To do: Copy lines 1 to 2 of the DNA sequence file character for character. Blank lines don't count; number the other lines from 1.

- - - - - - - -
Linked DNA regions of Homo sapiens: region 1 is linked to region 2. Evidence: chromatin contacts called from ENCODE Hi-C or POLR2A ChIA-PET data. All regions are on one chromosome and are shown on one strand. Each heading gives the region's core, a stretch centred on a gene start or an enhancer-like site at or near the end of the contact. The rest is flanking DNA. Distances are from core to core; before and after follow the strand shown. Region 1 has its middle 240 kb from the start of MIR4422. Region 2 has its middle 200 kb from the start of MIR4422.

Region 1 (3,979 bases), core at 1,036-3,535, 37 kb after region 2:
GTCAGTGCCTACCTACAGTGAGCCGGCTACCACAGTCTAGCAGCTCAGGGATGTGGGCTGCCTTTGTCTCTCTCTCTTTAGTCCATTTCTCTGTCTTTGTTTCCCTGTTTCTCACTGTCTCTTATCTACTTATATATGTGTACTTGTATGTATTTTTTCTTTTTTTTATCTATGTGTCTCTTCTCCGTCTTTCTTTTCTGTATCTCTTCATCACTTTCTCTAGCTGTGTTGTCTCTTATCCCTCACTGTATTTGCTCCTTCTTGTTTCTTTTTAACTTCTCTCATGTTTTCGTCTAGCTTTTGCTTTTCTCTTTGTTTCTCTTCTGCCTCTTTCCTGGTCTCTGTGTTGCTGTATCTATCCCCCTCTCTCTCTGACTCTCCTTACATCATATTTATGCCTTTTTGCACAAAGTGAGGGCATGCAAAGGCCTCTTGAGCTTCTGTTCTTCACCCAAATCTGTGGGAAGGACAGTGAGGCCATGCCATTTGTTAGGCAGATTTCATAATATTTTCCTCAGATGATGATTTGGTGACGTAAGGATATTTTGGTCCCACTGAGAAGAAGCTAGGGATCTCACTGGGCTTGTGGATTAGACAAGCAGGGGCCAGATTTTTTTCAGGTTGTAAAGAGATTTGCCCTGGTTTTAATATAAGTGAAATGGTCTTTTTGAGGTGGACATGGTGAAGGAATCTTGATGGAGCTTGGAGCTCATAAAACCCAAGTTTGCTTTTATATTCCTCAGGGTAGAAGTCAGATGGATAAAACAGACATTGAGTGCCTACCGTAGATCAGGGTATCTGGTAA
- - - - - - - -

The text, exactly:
Linked DNA regions of Homo sapiens: region 1 is linked to region 2. Evidence: chromatin contacts called from ENCODE Hi-C or POLR2A ChIA-PET data. All regions are on one chromosome and are shown on one strand. Each heading gives the region's core, a stretch centred on a gene start or an enhancer-like site at or near the end of the contact. The rest is flanking DNA. Distances are from core to core; before and after follow the strand shown. Region 1 has its middle 240 kb from the start of MIR4422. Region 2 has its middle 200 kb from the start of MIR4422.

Region 1 (3,979 bases), core at 1,036-3,535, 37 kb after region 2: